Life has been tough, tough, tough, lately. I canít quite put my finger on specifics. I feel like I have a lot of job stress.
Maybe the problem is that Iím suffering from too much stress to think about it. Why donít I change my life? The answer seems so obvious.
Well, maybe because I donít dislike my life. I have blessings coming out of my ears, and all I can do is complain. Since I donít want to appear stupid and ungrateful, I try to stuff it down, and then what? I get more stressed out and less happy.
I do feel like I am making some progress. A week or so ago, I got a CD set of poets readings their work. Four disks. I found it exceptionally healing. I havenít listened to it much this week, though, and Iím feeling anxious again.
Yeah, itís true, I am unhappy, but I am making progress. I am getting better. Iím finally starting to feel comfortable with asking for something I need. By that, I mean, things beyond the standard needs.
It took me some time to get over the guilt of using up oxygen, food and water and I did get over it. I also have a lot of needs that are unique to me. Iíll let my wells run dry of things that I consider to be non-standard needs and Iíll sit around thinking about how my breathing canít be interrupted because thatís all Iíve got.
For example, all of the really good climbers within our circle of friends want to go climbing this weekend. Iím a decent climber, but itís not my favorite thing in the world. Iím certainly not on the same level as the others that will be there. Iíll climb if itís comfortable and convenient, but I wouldnít choose to put myself out just to hang from some rocks for awhile. Adam is undoubtedly a good climber. I guess that makes me skilled by association, and it is assumed that I will go. Why wouldnít I want to go? I mean, itís CLIMBING, right?
They spend two days a week in the rock gym, I spend two days a week in a karate studio. If we were travelling to invade an evil ninja camp, in the not-quite-as-freezing-as-winter-weather, so we could finally put our hard-earned karate skills to use, then sure, Iíd be all for it. Rock climbing just isnít the show that Iíve been rehearsing for.
I agonized over a simple, ďI donít want to go.Ē I would rather hike. I would rather ride the bike that I might buy on Saturday (more on that later). I would rather go to Sunday morning services at the temple OR I would rather SLEEP IN. If I donít go, then Adam has to carpool with someone else. Itís no big deal, but yet, I still felt as though I should be denied my own day because it might ever-so-slightly inconvenience someone else.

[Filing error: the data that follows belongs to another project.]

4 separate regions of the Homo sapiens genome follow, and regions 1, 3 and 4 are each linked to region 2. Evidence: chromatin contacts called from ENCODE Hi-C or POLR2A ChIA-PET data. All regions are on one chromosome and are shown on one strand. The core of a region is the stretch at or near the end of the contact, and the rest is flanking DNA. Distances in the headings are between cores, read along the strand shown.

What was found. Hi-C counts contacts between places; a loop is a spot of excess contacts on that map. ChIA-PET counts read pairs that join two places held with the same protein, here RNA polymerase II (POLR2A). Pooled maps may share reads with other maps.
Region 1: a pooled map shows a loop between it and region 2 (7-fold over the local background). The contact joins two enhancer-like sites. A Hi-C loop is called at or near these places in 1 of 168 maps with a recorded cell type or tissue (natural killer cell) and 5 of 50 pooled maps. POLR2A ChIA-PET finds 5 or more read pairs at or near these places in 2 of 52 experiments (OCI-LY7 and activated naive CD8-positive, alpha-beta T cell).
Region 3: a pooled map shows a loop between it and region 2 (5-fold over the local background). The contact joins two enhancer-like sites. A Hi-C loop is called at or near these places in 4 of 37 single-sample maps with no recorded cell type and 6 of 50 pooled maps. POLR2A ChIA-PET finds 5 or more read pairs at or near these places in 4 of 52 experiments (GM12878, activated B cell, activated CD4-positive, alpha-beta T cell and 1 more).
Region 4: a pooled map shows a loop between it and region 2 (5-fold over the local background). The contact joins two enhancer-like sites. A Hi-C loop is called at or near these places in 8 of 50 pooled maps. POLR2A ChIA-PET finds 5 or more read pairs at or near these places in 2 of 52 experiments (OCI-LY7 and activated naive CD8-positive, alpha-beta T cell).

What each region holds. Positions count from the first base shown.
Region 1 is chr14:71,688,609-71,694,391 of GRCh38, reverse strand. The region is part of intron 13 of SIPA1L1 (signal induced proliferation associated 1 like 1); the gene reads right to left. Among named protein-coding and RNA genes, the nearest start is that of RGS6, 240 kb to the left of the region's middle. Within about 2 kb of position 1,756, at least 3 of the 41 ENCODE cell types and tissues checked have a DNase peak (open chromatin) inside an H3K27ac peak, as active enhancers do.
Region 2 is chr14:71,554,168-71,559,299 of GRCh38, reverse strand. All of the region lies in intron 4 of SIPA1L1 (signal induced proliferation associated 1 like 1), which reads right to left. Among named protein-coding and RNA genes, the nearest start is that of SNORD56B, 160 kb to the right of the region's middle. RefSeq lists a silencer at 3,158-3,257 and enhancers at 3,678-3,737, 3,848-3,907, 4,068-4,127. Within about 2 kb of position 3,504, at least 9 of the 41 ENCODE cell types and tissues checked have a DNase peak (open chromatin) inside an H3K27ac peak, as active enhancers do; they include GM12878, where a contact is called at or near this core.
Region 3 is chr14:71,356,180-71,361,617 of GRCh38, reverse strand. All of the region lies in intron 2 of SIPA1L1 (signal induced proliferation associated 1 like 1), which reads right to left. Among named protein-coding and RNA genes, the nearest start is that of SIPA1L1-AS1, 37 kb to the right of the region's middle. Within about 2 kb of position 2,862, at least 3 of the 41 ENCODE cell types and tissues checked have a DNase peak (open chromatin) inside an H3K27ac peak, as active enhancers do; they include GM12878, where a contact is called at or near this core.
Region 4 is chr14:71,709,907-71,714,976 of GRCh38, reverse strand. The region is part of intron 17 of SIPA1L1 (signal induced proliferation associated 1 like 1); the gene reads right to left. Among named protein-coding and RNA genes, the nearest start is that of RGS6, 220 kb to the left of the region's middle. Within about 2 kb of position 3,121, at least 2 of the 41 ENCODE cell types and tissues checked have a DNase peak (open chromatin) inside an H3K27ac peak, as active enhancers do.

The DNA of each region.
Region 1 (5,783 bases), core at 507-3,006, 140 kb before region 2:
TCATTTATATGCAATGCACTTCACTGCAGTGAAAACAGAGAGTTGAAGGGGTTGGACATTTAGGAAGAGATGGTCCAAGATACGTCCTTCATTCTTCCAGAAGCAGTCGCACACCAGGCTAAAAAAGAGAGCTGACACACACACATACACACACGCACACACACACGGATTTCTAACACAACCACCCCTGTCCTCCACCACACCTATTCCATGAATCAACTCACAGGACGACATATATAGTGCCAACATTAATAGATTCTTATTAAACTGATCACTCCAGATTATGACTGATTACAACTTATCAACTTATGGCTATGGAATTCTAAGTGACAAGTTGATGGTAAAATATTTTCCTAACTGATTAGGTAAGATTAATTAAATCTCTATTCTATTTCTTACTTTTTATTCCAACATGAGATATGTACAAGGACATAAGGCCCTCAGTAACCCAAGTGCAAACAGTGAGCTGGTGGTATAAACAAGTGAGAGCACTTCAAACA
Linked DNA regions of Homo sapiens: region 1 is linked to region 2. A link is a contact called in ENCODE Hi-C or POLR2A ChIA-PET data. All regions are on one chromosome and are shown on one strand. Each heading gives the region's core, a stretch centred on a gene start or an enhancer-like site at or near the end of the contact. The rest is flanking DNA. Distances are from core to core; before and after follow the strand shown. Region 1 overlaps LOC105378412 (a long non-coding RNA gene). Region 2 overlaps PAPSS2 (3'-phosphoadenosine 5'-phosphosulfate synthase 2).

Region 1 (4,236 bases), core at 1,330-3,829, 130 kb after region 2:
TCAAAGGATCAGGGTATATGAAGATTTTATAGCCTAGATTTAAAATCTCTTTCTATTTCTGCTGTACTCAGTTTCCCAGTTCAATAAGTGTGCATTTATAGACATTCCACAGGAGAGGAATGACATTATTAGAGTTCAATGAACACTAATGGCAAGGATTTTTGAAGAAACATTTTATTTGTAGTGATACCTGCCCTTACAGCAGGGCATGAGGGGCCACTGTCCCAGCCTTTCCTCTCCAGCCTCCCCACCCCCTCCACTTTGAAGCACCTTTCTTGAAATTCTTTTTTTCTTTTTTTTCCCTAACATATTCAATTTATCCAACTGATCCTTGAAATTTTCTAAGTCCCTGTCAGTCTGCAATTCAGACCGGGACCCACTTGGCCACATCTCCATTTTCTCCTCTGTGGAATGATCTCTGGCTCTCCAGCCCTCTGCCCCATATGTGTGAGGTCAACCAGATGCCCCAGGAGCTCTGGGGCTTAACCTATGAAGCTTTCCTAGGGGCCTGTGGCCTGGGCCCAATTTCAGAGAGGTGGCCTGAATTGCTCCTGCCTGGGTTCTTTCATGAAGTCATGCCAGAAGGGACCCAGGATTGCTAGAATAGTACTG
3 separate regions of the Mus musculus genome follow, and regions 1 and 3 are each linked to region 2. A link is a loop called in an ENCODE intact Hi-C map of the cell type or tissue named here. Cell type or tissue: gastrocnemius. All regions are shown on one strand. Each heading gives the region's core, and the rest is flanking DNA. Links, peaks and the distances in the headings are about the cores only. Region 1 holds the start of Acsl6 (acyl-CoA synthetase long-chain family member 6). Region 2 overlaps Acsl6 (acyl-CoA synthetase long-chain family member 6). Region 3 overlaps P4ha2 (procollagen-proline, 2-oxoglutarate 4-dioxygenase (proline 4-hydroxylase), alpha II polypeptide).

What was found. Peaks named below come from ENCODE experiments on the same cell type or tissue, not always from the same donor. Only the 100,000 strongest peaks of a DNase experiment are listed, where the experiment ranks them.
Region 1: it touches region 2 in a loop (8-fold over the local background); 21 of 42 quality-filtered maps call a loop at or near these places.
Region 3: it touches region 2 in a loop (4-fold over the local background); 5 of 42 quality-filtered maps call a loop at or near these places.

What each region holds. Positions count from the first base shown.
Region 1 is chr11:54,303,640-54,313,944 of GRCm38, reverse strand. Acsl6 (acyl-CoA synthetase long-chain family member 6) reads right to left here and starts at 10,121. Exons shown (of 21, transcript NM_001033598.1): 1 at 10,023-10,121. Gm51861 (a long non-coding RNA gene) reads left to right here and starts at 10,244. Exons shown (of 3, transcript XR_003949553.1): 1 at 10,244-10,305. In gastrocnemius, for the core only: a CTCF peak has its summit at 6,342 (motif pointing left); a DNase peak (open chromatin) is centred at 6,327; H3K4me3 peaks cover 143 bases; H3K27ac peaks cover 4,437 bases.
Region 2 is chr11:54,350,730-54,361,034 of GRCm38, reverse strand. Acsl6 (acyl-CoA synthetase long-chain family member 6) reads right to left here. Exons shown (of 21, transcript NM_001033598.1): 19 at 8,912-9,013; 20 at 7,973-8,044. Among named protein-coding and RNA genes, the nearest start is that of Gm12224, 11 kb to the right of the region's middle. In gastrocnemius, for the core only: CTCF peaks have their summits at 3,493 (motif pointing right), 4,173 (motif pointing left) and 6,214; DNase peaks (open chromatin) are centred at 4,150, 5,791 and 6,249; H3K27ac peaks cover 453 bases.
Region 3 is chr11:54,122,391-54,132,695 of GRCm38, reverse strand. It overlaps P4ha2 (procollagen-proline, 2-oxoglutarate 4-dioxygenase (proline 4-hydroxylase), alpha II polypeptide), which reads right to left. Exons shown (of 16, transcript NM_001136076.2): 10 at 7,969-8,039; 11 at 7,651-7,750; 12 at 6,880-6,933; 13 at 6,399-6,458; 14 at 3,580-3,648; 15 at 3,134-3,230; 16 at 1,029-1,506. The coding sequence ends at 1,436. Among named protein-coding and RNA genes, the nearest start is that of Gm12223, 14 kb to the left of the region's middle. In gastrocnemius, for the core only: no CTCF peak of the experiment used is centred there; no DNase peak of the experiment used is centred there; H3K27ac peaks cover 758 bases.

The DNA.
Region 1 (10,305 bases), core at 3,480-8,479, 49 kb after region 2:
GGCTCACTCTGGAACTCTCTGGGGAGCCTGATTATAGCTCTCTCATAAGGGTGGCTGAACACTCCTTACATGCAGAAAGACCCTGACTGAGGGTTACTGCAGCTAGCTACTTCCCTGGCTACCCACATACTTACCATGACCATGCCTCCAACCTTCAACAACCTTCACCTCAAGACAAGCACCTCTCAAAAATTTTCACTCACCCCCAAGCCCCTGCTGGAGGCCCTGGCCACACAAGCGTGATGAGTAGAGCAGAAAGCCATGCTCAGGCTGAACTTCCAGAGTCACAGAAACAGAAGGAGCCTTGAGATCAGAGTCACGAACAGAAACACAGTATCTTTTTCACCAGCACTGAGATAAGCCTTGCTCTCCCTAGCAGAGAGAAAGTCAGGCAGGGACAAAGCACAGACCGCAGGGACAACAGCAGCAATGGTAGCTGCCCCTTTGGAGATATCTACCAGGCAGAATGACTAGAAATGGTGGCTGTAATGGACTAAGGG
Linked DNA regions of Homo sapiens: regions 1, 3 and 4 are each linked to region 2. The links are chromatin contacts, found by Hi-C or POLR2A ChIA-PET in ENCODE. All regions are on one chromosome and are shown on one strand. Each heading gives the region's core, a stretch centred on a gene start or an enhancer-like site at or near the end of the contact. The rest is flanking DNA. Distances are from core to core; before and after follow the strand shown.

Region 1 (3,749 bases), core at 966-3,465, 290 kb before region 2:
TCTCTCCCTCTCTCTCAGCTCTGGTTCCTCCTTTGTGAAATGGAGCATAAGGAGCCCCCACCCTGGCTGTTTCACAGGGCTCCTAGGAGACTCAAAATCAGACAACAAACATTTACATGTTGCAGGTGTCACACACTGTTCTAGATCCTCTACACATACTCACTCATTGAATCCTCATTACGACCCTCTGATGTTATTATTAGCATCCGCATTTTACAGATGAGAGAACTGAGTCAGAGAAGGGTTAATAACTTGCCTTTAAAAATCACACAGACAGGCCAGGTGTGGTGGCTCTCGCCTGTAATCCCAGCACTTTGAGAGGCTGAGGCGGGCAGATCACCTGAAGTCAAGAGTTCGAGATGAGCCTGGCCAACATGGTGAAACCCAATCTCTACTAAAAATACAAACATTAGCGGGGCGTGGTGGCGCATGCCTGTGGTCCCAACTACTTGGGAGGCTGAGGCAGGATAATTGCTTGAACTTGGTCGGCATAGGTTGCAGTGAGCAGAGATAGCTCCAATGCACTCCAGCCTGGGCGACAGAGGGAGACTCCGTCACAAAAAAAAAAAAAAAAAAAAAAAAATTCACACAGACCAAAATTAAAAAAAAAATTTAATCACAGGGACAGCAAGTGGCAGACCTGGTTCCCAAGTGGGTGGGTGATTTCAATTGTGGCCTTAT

Itís different now, though. Iíve declared myself in recovery mode. No more feeling guilty for needs. No more not even asking for what I want. Iíve had a rocky start, but I can sense progress.
Iím sure as the summer wears on, I will want to go, and then I will go, and then, it wonít be a big deal, either.
I think it was a couple of weeks ago that I realized that I canít heal my hurts by trying to recreate the world I lived in before, when I felt good. I felt good when I lived alone, and I always had a place to escape. I always had a hole I can hide in. That isnít the nature of living with someone else. If Iím going to crave that, then there is only one solution. If I donít like that solution, then I have to crave something else.
So, thatís what Iím doing. You saw what happened to Gatsby when he tried to recapture the past. Well, Iím going to take the advice that I kept mumbling under my breath to that character. I donít need to attach to what made me happy once because thereís nothing stopping me from being happy now.
The only thing thatís stopping me is my insistence that things donít ever change, and change is the nature of the universe.
Oh, the bike. I borrowed one of Adamís bikes on Sunday, when the weather was spectacular and I had a fantastic time riding in a park near my house. The bike that has a small enough frame that it can be adjusted to fit me is the folding bike. He uses that bike to commute daily (so he can take it on the train) and I donít want to wear out the bike he uses to commute every day. Besides, itíll be better to have something that suits me perfectly and is my very own.
I road my bike constantly as a kid (when I wasnít skating), but I stopped in my early teen years, after moving to Wisconsin. I couldnít ride all year round, so I fell out of it. Once I got on his bike, it was as if Iíd never stopped riding.
It was glorious. I sped along the path (not too fast, I donít want to kill anyone) with the patches of sunlight streaming through the trees flashing over me. I saw so much more of that park. It was definitely made for bikers and not hikers (I always felt dissatisfied hiking there).
As for purchasing a bike, I did some research online this week, but I have to test them out to know for sure what Iíd like. Iím not overly picky, the kinds of bikes I road as a kid were the kind that were scavenged out of junk yards or bought for a few dollars at a yard sale. Half the kids I road with didnít even have working breaks on their bikes.
Anyway, I had to type fast because I have to leave for karate soon, so if this doesnít make sense, forgive me.
|Thursday, Apr. 09, 2009 at 11:10 PM|